Tasmania may be small, but it is a most diverse and interesting State.
Separated from the mainland by the Bass Strait, the historical and
wilderness delights of this magnificent island bring visitors flocking to
its shores. Many come by air, but the vehicle and passenger ferry is
becoming increasingly popular -with a good highway system and many
reasonably priced hotels or bed and breakfast establishments, motoring is
probably the best way to experience this small island.
an area of 68,331 sq. km -roughly the same size as Ireland. Each region
offers quite different natural landscapes and features. The State's
northern part is gentle farmlands and rolling pastures between large
outcrops such as the Great Western Tiers. This huge mountain range extends
across the centre of Tasmania, separating the wilderness of Cradle
Mountain-Lake St Clair National Park from the agricultural region and
Launceston to the north. The Tamar Valley, the State's premier
wine-growing region, is near Launceston. Along the north and east coasts
are many magnificent beaches, some stretching for many kilometres; there
are fishing villages with excellent surfing to the north-west. The west
coast features wild rivers, which cut through an area of rugged beauty
that is rich in mineral wealth and timber; the east is rich in
In the southern part of the State are the magnificent Huon and Derwent
valleys and Tasmania's capital city,
Hobart. Many of the southern towns,
such as Richmond, feature magnificent historic buildings. The Tasman
Peninsula in the far south-east is home to Australia's most notorious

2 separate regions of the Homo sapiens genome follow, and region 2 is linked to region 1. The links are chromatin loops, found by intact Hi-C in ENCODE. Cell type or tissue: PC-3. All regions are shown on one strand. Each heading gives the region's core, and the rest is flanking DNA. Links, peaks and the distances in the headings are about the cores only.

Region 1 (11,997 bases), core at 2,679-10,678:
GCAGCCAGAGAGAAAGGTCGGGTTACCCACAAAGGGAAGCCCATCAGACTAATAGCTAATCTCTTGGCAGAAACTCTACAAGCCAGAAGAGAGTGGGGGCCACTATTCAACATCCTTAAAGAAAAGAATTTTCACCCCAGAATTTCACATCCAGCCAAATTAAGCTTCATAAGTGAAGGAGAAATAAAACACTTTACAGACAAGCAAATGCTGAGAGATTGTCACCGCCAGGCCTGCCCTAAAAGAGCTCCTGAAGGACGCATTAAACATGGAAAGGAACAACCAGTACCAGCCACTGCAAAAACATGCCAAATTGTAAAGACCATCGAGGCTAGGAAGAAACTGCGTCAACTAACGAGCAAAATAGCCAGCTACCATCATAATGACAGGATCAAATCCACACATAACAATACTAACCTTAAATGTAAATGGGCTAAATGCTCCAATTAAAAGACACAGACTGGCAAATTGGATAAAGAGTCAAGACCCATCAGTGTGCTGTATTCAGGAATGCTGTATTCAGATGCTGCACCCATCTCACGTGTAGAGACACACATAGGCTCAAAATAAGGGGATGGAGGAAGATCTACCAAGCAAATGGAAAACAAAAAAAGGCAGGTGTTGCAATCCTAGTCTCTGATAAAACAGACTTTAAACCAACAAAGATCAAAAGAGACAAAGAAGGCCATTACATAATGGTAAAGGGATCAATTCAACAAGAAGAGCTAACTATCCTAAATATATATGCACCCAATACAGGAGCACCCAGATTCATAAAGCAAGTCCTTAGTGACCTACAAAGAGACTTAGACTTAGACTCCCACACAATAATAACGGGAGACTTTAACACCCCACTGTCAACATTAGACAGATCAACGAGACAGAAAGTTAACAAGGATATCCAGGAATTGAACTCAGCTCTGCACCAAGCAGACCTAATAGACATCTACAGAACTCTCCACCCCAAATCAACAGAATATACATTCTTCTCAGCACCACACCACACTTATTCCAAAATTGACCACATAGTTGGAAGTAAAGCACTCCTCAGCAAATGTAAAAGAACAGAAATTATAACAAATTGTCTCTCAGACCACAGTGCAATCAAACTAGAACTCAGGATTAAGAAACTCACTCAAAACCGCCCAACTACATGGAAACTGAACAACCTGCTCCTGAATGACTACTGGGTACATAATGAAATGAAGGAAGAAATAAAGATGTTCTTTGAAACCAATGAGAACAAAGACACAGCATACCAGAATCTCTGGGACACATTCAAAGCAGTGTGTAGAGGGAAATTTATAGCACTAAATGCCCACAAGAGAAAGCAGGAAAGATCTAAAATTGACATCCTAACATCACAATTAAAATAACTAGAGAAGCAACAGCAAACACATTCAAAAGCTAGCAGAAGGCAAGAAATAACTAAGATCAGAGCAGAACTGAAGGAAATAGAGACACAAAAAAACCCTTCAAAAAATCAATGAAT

convict settlement, Port Arthur; Bruny Island is another popular summer
holiday destination here.
The climate in Tasmania is amenable throughout the year. Spring and
autumn are mild to warm, but the nights can become very chilly and it can
rain. Summer sees long warm to hot days, with pleasant nights. During
winter, much of the mountain country is covered in snow, ideal for skiing.
Heading down from the mountain tops, the climate is still chilly and the
nights are cold. The west coast boasts 360 days of rain each year, so pack
a raincoat if you are heading there. During winter check with authorities
on road conditions for the higher peaks.
Originally inhabited by Aboriginals, the island was first sighted by
Europeans in 1624. Dutch navigator Abel Tasman arrived off the west coast
and named it Van Diemen's Land after the Dutch Governor of Jakarta.
In 1777 Captain James Cook anchored off Bruny Island, and 27 years
later Colonel David Collins established the settlement of
white settlement of Tasmania soon led to the near extinction of the
Aborigines -the authorities at that time took it upon themselves to rid
the State of the Aboriginal people. When Truganini died in
Hobart in 1876,
for quite a long time it was thought that she was the last of the
Tasmanian Aborigines, but there are still descendants of the Tasmanian
Tasmania's beginnings were as a convict colony, and there are remnants
of penal settlements found all over the island, with the most notable
being Port Arthur. This settlement was set up in 1830, and over the next
47 years an estimated 12,500 convicts passed through its gates. The
settlement is extensive, and many of the buildings, including the solitary